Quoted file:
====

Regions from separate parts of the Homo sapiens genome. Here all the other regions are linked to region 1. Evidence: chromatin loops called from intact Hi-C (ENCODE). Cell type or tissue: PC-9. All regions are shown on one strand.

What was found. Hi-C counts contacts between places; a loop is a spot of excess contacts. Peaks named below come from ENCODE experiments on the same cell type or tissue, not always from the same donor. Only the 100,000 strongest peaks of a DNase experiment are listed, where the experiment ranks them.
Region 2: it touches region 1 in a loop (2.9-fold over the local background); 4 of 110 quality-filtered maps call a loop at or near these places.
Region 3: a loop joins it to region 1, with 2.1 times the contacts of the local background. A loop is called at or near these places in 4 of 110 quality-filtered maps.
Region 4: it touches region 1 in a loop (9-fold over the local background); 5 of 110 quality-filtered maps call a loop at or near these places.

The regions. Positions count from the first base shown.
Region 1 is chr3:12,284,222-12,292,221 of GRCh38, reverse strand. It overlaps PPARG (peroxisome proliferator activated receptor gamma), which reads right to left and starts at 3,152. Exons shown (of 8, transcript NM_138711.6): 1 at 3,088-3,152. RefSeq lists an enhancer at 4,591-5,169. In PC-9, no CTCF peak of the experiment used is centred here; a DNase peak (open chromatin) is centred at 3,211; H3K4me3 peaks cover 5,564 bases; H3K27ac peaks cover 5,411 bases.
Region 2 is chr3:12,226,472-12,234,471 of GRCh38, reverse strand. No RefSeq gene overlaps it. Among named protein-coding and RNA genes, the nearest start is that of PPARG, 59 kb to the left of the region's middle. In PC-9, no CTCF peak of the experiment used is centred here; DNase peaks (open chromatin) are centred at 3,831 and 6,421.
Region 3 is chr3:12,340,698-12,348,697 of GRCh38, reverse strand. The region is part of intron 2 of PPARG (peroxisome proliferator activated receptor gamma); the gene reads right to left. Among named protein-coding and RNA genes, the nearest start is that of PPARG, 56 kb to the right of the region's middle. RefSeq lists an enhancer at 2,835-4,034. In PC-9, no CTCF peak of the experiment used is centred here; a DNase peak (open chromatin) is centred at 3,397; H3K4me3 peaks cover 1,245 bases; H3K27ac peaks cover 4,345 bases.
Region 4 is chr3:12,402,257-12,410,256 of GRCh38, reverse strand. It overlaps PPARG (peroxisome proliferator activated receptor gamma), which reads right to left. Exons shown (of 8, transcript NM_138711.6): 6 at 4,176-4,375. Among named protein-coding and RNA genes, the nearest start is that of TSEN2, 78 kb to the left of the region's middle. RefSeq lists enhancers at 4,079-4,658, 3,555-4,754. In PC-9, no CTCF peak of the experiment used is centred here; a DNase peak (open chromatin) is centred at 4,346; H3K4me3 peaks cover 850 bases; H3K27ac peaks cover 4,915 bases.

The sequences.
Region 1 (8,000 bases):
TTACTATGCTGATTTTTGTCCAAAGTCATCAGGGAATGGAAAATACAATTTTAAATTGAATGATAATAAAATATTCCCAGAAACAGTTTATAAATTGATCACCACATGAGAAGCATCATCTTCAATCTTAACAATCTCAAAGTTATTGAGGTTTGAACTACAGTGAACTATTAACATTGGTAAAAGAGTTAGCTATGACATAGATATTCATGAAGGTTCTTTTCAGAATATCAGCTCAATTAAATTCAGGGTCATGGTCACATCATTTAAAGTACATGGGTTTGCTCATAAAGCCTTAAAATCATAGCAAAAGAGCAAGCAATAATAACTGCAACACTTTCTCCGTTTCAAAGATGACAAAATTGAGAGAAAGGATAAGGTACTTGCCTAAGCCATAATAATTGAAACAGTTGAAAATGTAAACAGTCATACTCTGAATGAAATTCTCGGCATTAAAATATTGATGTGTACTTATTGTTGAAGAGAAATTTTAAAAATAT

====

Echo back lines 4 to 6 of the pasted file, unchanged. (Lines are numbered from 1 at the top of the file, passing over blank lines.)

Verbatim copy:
Region 3: a loop joins it to region 1, with 2.1 times the contacts of the local background. A loop is called at or near these places in 4 of 110 quality-filtered maps.
Region 4: it touches region 1 in a loop (9-fold over the local background); 5 of 110 quality-filtered maps call a loop at or near these places.

The regions. Positions count from the first base shown.